JPMorgan Downgrades Russian Stocks to ‘Neutral’ as Ukraine Tensions Ratchet Up

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J.P. Morgan analysts on Tuesday downgraded Russian equities from “overweight” to “neutral,” citing a sharp spike in uncertainty in the wake of Kremlin moves to recognize the independence of two breakaway statelets in eastern Ukraine, feeding into fears of a large-scale invasion.

“With uncertainty as high/valuations as low as we can remember and a declining investor appetite to accept Russian risk–either long or short–we move to N on Russian within our CEEMEA allocation,” JP Morgan analyst Elena Jouronova said in a note, per Reuters.

Russia has amassed a vast number of troops along its border with Ukraine and Russian-backed separatist forces have ramped up their attacks along the so-called line of contact in eastern Ukraine, fueling fears it would give Russia a pretext for an invasion.

Russia’s President Vladimir Putin on Monday declared the separatist-controlled so-called Luhansk People’s Republic (LPR) and Donetsk People’s Republic (DPR) as “independent” states, while issuing a decree ordering Russian troops into the two regions, ostensibly to “maintain peace.”

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Russian President Vladimir Putin addresses the nation in the Kremlin in Moscow, Russia, on Feb. 21, 2022. (Alexei Nikolsky, Sputnik, Kremlin Pool Photo via AP)

U.S. Ambassador to the UN Linda Thomas-Greenfield told an emergency meeting of the UN Security Council on Monday that Putin’s recognition of so-called LPR and DPR was a bid to create a pretext for an invasion while dismissing as “nonsense” his claims that Russian troops entering the regions were peacekeepers.

While parts of the two provinces are controlled by Russia-backed separatists, both belong to Ukraine under international law, with Putin’s moves drawing broad international condemnation and triggering a series of first-round sanctions that are likely to be scaled up if Russia launches a broader invasion of Ukraine.

A key question for markets is how far the United States and its allies will go in sanctioning Russia for recognizing so-called LPR and DPR as independent, with EU leaders working on a package of sanctions and President Joe Biden already signing a decree prohibiting new U.S. investment in the regions, imposing import-export bans, and other measures.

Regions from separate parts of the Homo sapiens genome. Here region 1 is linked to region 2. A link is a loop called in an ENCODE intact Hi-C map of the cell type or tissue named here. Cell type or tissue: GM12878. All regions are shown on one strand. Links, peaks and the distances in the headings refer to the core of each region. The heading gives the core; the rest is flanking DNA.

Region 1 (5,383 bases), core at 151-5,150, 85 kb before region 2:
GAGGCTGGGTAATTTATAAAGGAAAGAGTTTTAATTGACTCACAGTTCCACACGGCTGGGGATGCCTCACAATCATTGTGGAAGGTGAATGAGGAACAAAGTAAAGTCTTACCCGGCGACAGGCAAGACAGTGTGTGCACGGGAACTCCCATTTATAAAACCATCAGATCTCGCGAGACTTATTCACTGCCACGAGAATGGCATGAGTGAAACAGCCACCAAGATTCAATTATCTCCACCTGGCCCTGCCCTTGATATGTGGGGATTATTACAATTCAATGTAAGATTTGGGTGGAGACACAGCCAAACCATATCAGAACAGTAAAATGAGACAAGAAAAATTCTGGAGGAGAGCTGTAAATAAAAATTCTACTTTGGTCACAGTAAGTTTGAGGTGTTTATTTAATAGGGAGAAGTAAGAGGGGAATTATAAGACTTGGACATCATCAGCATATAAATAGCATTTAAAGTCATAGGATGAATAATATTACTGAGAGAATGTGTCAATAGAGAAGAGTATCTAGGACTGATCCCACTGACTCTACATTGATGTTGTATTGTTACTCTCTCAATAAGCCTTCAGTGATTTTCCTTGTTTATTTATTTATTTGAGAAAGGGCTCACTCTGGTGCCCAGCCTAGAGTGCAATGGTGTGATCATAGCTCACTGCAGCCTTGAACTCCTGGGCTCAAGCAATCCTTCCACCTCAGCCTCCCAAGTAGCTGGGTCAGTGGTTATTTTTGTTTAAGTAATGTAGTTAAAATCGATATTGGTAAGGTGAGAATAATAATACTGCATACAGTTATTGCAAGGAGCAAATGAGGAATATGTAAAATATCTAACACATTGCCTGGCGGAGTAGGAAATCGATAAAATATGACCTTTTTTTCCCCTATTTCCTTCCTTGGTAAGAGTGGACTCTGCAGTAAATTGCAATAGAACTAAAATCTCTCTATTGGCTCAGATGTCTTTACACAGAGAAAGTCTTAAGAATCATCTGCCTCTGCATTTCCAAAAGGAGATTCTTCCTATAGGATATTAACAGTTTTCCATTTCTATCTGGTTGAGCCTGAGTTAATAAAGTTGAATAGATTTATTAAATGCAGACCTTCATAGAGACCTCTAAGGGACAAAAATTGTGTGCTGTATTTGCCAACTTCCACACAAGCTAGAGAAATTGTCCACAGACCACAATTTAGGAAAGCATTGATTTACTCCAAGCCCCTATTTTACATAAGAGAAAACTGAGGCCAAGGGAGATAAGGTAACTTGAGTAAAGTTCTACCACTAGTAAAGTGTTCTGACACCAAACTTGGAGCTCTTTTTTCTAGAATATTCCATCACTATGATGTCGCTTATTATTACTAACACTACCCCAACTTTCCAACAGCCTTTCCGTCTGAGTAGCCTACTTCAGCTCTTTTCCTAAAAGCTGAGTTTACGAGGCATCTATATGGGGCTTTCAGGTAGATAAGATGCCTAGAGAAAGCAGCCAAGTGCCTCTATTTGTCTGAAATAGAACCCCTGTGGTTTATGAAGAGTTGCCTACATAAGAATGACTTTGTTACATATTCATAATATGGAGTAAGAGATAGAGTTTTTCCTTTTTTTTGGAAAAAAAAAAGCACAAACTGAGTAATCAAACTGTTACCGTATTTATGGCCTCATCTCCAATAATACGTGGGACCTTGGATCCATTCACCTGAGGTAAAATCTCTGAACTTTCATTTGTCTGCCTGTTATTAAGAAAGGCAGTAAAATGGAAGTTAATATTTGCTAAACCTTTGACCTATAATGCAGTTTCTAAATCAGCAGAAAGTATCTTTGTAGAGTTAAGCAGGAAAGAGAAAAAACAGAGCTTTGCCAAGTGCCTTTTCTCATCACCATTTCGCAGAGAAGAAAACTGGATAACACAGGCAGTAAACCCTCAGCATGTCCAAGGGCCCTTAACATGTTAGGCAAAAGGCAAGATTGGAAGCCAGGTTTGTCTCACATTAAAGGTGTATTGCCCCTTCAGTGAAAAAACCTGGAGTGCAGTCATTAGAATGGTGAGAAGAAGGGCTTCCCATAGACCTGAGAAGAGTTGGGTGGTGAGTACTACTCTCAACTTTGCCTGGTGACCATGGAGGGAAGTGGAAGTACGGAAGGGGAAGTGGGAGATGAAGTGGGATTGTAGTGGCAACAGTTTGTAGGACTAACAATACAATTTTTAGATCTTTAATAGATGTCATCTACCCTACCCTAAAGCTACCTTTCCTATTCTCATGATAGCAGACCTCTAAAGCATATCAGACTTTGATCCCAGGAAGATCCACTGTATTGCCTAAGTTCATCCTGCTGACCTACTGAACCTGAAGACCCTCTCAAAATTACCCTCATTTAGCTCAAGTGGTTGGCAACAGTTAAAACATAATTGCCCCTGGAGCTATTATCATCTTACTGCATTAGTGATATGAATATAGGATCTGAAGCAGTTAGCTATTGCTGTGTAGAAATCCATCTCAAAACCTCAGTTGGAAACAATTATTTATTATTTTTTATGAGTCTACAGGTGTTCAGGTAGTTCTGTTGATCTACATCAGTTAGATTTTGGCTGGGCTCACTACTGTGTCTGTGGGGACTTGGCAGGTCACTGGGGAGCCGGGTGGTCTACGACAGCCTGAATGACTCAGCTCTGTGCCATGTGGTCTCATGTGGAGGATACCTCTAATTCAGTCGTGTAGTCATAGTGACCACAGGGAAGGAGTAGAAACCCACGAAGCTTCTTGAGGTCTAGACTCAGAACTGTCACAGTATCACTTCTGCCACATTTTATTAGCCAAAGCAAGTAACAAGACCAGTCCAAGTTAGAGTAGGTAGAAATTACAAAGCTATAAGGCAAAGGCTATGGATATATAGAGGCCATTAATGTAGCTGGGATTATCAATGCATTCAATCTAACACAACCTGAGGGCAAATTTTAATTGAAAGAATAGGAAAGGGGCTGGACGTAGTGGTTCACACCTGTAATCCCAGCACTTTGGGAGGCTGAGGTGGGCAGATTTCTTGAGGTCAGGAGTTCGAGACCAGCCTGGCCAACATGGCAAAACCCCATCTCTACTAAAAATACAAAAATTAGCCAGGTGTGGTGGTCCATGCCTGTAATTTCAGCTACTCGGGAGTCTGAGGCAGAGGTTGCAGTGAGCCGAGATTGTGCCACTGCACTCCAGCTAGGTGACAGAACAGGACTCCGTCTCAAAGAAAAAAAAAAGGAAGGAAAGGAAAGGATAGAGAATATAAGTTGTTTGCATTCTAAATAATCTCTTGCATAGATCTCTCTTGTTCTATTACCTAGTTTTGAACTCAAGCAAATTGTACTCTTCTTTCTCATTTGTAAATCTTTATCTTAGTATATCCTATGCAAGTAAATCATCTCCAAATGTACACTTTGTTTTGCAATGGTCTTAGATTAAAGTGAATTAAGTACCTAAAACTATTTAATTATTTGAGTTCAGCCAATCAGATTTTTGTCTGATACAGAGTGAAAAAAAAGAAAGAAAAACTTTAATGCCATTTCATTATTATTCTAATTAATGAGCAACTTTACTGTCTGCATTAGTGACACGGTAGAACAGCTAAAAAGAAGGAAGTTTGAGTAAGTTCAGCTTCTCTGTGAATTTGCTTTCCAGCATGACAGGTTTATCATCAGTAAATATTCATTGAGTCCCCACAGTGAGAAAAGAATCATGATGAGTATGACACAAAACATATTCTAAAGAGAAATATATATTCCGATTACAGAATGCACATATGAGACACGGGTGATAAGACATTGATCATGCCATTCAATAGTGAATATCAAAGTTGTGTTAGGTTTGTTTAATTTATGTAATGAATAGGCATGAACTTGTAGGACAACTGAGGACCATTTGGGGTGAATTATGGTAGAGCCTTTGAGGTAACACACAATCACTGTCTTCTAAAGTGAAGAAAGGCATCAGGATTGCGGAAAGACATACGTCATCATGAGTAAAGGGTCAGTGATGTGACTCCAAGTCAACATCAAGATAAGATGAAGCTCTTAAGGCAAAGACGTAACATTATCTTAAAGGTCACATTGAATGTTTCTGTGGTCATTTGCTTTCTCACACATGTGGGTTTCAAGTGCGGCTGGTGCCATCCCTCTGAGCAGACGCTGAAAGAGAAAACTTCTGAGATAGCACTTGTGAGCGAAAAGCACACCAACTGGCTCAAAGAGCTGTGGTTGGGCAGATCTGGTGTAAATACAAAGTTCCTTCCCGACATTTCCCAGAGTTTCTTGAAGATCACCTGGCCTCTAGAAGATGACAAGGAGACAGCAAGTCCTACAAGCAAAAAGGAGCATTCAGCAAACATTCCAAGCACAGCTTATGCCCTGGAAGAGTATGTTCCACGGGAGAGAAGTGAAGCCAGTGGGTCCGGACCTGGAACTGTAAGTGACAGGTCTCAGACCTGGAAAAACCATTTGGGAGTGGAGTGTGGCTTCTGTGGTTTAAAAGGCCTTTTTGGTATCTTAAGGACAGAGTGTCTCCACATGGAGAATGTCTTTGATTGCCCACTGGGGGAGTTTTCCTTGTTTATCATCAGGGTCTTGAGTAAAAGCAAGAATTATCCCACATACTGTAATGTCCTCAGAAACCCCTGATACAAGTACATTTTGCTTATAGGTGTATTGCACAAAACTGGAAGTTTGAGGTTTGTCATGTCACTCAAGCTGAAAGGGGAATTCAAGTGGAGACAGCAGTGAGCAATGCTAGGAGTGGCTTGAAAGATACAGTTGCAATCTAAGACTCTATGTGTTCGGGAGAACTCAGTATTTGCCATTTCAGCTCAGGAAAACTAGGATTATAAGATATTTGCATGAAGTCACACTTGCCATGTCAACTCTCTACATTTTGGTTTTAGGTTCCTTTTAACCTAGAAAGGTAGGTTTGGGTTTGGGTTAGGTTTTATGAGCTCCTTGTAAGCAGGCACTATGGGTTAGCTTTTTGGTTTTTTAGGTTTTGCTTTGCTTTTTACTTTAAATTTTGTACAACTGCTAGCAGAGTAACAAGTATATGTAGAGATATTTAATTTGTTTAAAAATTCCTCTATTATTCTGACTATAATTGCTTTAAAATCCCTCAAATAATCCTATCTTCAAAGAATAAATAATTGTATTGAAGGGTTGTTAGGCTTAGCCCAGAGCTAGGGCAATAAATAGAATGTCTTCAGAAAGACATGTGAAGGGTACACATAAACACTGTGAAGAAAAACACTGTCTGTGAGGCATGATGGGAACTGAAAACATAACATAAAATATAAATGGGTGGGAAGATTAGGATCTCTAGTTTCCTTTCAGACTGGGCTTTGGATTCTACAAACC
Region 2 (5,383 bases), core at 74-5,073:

EU leaders met in Brussels on Tuesday and unanimously agreed on the principle of sanctioning Russia and are set to meet in Paris later to discuss details, though finalizing a package could take days.

“The U.S. and European Union could impose medium-type sanctions like restrictions on OFZ trading on the secondary market and non-commercial banks,” Iskander Lutsko, chief investment strategist at ITI Capital in Moscow, told Bloomberg. “This is priced in and investors have a good opportunity to buy now—but for the short term as the risk of escalations is high.”

While Russia has repeatedly claimed it has not intention to invade Ukraine, Western leaders have dismissed those declarations as non-credible, believing Putin’s forces are preparing to press deeper into Ukraine, possibly on the back of a false flag provocation.

“It appears as if Russia is engineering a pretext to invade Ukraine by conducting a false flag attack—blaming Kyiv for actions Moscow in fact instigated—and alleging that the government of Ukraine poses a threat to Russian speakers in the country’s east,” Michael Kofman, Research Program Director of the Russia Studies Program at the Center for Naval Analyses, wrote in a recent analysis in Foreign Affairs.

Epoch Times Photo
Members of the Joint Centre for Control and Coordination on ceasefire of the demarcation line, or JCCC, take forensic photos of damage to a house from an artillery shell that landed in Vrubivka, in the Luhansk region, eastern Ukraine, on Feb. 17, 2022. (AP Photo/Vadim Ghirda

Still, despite evidence for what appears to be Russia-staged provocations, including a series of explosions and an alleged strike against a water treatment facility in the separatist-controlled regions, Kofman believes Putin “could still get cold feet” and opt against a large-scale invasion.

Russian stocks and its currency took a beating after Putin’s declaration regarding the two so-called independent republics in eastern Ukraine, though equities later pared back some of the losses and the ruble flipped to gains as investors bet on the extent of the Russian sanctions.

Tom Ozimek

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Tom Ozimek has a broad background in journalism, deposit insurance, marketing and communications, and adult education. The best writing advice he’s ever heard is from Roy Peter Clark: ‘Hit your target’ and ‘leave the best for last.’



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